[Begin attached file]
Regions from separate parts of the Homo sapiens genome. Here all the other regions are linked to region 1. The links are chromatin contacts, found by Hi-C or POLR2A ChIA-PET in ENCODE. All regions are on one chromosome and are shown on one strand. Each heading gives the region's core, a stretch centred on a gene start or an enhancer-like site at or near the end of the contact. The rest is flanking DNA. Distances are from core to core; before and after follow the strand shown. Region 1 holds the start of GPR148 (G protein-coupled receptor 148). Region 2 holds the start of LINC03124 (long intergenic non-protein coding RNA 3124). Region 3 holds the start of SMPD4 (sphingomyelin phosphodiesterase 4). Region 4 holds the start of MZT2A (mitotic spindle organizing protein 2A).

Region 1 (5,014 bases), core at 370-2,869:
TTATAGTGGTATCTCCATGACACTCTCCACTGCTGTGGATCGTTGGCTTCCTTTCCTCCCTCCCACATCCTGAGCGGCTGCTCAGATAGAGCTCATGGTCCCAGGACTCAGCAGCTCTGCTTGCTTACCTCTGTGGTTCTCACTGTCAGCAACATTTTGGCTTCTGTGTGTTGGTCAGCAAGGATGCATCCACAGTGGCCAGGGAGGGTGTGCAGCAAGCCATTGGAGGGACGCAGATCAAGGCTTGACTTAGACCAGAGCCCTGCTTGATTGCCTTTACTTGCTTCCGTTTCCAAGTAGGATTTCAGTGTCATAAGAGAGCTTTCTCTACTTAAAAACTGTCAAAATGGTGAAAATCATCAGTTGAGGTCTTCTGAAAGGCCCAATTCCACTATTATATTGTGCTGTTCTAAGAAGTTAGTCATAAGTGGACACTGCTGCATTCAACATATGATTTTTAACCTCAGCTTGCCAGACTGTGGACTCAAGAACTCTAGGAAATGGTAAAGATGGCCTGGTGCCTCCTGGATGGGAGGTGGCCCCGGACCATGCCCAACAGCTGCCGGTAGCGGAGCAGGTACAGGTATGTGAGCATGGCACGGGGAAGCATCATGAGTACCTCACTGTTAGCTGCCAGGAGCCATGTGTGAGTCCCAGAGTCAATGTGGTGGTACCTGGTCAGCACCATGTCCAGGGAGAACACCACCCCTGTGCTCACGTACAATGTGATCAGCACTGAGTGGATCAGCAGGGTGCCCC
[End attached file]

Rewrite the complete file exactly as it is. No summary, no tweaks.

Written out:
Regions from separate parts of the Homo sapiens genome. Here all the other regions are linked to region 1. The links are chromatin contacts, found by Hi-C or POLR2A ChIA-PET in ENCODE. All regions are on one chromosome and are shown on one strand. Each heading gives the region's core, a stretch centred on a gene start or an enhancer-like site at or near the end of the contact. The rest is flanking DNA. Distances are from core to core; before and after follow the strand shown. Region 1 holds the start of GPR148 (G protein-coupled receptor 148). Region 2 holds the start of LINC03124 (long intergenic non-protein coding RNA 3124). Region 3 holds the start of SMPD4 (sphingomyelin phosphodiesterase 4). Region 4 holds the start of MZT2A (mitotic spindle organizing protein 2A).

Region 1 (5,014 bases), core at 370-2,869:
TTATAGTGGTATCTCCATGACACTCTCCACTGCTGTGGATCGTTGGCTTCCTTTCCTCCCTCCCACATCCTGAGCGGCTGCTCAGATAGAGCTCATGGTCCCAGGACTCAGCAGCTCTGCTTGCTTACCTCTGTGGTTCTCACTGTCAGCAACATTTTGGCTTCTGTGTGTTGGTCAGCAAGGATGCATCCACAGTGGCCAGGGAGGGTGTGCAGCAAGCCATTGGAGGGACGCAGATCAAGGCTTGACTTAGACCAGAGCCCTGCTTGATTGCCTTTACTTGCTTCCGTTTCCAAGTAGGATTTCAGTGTCATAAGAGAGCTTTCTCTACTTAAAAACTGTCAAAATGGTGAAAATCATCAGTTGAGGTCTTCTGAAAGGCCCAATTCCACTATTATATTGTGCTGTTCTAAGAAGTTAGTCATAAGTGGACACTGCTGCATTCAACATATGATTTTTAACCTCAGCTTGCCAGACTGTGGACTCAAGAACTCTAGGAAATGGTAAAGATGGCCTGGTGCCTCCTGGATGGGAGGTGGCCCCGGACCATGCCCAACAGCTGCCGGTAGCGGAGCAGGTACAGGTATGTGAGCATGGCACGGGGAAGCATCATGAGTACCTCACTGTTAGCTGCCAGGAGCCATGTGTGAGTCCCAGAGTCAATGTGGTGGTACCTGGTCAGCACCATGTCCAGGGAGAACACCACCCCTGTGCTCACGTACAATGTGATCAGCACTGAGTGGATCAGCAGGGTGCCCC